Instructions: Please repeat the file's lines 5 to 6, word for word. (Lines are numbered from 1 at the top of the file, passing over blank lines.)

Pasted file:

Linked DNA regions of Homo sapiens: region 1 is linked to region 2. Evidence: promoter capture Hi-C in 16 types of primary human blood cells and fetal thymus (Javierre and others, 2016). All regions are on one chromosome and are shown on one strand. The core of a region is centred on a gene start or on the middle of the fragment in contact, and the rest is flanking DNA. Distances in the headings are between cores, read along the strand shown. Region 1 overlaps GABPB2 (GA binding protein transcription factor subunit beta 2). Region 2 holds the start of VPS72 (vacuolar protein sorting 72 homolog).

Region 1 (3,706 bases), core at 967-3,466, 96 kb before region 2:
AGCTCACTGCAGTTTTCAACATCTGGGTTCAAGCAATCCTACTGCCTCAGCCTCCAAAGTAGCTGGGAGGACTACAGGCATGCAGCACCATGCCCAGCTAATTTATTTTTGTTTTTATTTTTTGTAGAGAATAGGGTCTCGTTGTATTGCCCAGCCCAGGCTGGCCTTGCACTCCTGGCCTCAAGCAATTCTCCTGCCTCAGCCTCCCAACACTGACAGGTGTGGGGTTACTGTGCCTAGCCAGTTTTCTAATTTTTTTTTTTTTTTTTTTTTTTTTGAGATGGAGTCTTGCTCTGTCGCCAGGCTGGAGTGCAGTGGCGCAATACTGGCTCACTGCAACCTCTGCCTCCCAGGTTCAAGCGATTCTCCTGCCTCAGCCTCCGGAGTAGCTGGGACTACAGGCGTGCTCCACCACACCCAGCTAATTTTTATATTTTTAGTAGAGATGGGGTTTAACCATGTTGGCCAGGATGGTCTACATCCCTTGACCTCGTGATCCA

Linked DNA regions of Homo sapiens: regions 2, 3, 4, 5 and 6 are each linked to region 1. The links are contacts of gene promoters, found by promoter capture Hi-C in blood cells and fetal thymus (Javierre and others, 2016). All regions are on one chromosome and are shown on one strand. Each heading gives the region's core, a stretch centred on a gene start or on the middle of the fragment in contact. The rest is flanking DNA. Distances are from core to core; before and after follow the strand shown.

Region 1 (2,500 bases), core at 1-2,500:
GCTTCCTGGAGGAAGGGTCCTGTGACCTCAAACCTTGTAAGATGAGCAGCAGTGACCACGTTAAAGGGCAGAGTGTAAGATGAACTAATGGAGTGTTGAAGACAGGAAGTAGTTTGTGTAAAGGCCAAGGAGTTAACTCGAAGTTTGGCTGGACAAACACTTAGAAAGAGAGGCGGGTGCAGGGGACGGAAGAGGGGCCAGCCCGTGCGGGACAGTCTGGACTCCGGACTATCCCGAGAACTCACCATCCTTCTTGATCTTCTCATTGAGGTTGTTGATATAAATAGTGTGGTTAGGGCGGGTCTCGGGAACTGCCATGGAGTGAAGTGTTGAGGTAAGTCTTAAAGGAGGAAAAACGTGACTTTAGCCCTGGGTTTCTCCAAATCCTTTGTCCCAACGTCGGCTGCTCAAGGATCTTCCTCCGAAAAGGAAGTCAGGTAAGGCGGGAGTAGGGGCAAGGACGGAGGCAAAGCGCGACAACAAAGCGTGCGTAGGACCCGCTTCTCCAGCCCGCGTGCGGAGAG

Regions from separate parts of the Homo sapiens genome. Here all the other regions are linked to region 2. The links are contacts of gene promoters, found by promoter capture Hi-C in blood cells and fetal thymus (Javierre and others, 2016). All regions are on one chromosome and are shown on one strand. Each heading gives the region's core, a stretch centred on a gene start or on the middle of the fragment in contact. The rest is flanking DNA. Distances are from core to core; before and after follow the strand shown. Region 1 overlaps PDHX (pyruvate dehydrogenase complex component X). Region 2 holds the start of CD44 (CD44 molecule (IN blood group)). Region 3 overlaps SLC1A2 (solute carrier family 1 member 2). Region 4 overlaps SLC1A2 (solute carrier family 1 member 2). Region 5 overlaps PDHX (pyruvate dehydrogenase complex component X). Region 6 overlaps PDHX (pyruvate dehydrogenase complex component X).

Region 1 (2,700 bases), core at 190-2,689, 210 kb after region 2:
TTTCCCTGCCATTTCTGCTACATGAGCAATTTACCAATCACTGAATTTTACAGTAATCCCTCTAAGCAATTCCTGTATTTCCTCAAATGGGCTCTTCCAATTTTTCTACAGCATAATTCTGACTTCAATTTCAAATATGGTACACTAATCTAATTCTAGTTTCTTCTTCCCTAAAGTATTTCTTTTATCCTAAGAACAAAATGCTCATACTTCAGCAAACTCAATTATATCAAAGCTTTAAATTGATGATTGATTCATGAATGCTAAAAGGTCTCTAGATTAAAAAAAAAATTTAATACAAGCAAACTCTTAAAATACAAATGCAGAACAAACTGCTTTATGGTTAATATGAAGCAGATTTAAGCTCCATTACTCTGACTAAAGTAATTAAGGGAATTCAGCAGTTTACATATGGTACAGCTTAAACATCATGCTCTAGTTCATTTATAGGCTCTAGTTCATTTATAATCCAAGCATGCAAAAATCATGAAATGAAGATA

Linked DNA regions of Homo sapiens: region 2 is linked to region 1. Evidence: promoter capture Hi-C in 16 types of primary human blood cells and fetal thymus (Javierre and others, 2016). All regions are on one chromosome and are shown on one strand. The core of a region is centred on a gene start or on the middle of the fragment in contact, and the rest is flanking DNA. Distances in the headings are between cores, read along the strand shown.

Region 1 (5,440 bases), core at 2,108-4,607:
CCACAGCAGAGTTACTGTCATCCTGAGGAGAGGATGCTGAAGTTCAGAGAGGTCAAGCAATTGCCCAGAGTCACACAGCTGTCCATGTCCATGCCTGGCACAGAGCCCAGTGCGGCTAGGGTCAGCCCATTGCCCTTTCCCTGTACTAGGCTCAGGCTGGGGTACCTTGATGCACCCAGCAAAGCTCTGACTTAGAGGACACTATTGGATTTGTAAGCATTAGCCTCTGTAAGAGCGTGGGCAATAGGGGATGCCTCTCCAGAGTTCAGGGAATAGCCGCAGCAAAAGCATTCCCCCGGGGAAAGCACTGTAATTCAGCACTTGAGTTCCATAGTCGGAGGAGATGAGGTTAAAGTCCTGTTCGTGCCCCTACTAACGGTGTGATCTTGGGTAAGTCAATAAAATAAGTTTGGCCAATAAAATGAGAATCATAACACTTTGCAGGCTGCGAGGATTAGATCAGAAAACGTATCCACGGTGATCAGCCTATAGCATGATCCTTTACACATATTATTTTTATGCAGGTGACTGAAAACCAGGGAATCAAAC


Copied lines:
Region 1 (2,500 bases), core at 1-2,500:
GCTTCCTGGAGGAAGGGTCCTGTGACCTCAAACCTTGTAAGATGAGCAGCAGTGACCACGTTAAAGGGCAGAGTGTAAGATGAACTAATGGAGTGTTGAAGACAGGAAGTAGTTTGTGTAAAGGCCAAGGAGTTAACTCGAAGTTTGGCTGGACAAACACTTAGAAAGAGAGGCGGGTGCAGGGGACGGAAGAGGGGCCAGCCCGTGCGGGACAGTCTGGACTCCGGACTATCCCGAGAACTCACCATCCTTCTTGATCTTCTCATTGAGGTTGTTGATATAAATAGTGTGGTTAGGGCGGGTCTCGGGAACTGCCATGGAGTGAAGTGTTGAGGTAAGTCTTAAAGGAGGAAAAACGTGACTTTAGCCCTGGGTTTCTCCAAATCCTTTGTCCCAACGTCGGCTGCTCAAGGATCTTCCTCCGAAAAGGAAGTCAGGTAAGGCGGGAGTAGGGGCAAGGACGGAGGCAAAGCGCGACAACAAAGCGTGCGTAGGACCCGCTTCTCCAGCCCGCGTGCGGAGAG